Maurice Ralph Hilleman (August 30, 1919 – April 11, 2005) was a leading American microbiologist who specialized in vaccinology and developed over 40 vaccines, an unparalleled record of productivity. According to one estimate, his vaccines save nearly 8 million lives each year. Many have described him as one of the most influential vaccinologists of all time.
Maurice Ralph Hilleman
August 30, 1919
|Died||April 11, 2005 (aged 85)|
|Alma mater||Montana State University|
University of Chicago
|Known for||Developing several important vaccines|
(m. 1943; d. 1963)
Of the 14 vaccines routinely recommended in current American vaccine schedules, Hilleman and his team developed eight: those for measles, mumps, hepatitis A, hepatitis B, chickenpox, Neisseria meningitidis, Streptococcus pneumoniae and Haemophilus influenzae bacteria. During the "Asian flu pandemic", his vaccine is believed to have saved hundreds of thousands of lives. He also played a role in the discovery of antigenic shift and drift, the cold-producing adenoviruses, the hepatitis viruses, and the potentially cancer-causing virus SV40.
Early life and educationEdit
Hilleman was born on a farm near the high plains town of Miles City, Montana. His parents were Anna (Uelsmann) and Gustav Hillemann, and he was their eighth child. His twin sister died when he was born, and his mother died two days later. He was raised in the nearby household of his uncle, Robert Hilleman, and worked in his youth on the family farm. He credited much of his success to his work with chickens as a boy; since the 1930s, fertile chicken eggs had often been used to grow viruses for vaccines.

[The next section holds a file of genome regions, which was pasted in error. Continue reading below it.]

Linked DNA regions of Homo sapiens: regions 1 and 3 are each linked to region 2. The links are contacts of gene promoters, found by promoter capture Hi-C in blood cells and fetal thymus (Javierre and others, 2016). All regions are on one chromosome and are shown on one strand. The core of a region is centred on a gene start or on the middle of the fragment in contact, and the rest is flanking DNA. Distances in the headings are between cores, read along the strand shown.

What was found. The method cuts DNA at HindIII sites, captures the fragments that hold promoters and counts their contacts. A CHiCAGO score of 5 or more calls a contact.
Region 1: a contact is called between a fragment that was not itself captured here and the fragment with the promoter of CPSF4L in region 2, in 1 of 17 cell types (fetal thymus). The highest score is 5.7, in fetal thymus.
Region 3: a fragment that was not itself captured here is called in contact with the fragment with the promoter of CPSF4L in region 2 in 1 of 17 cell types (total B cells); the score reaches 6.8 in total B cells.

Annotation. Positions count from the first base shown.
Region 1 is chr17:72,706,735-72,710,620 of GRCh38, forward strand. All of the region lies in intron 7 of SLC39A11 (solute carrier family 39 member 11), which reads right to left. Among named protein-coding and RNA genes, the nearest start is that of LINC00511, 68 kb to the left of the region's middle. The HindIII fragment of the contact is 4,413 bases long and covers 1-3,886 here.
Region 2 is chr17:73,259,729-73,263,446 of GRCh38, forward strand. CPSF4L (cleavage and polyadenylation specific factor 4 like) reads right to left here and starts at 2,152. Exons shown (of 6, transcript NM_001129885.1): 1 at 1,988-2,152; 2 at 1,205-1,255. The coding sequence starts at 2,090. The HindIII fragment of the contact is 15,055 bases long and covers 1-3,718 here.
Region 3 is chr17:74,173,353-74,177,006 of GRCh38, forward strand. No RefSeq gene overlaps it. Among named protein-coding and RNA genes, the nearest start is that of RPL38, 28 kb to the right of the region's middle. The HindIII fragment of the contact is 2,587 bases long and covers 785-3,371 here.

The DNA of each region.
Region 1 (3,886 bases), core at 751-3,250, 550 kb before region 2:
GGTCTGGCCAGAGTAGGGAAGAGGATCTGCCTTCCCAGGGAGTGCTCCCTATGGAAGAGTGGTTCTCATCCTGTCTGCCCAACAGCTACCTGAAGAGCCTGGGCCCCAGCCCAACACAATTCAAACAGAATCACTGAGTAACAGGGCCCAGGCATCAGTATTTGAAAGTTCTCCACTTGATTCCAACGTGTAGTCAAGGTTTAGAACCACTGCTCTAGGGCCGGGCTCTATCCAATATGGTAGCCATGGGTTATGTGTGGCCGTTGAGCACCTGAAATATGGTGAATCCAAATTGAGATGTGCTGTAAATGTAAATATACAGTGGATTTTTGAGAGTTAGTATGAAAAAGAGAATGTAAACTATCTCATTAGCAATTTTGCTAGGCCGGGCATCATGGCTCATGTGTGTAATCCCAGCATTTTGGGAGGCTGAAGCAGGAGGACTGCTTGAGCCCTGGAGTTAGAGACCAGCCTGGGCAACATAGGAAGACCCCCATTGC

His family belonged to the Lutheran Church–Missouri Synod. When he was in the eighth grade, he discovered Charles Darwin, and was caught reading On the Origin of Species in church. Later in life, he rejected religion. Due to lack of money, he almost failed to attend college. His eldest brother interceded, and Hilleman graduated first in his class in 1941 from Montana State University with family help and scholarships. He won a fellowship to the University of Chicago and received his doctoral degree in microbiology in 1944. His doctoral thesis was on chlamydia infections, which were then thought to be caused by a virus. Hilleman showed that these infections were, in fact, caused by a species of bacterium, Chlamydia trachomatis, that grows only inside of cells.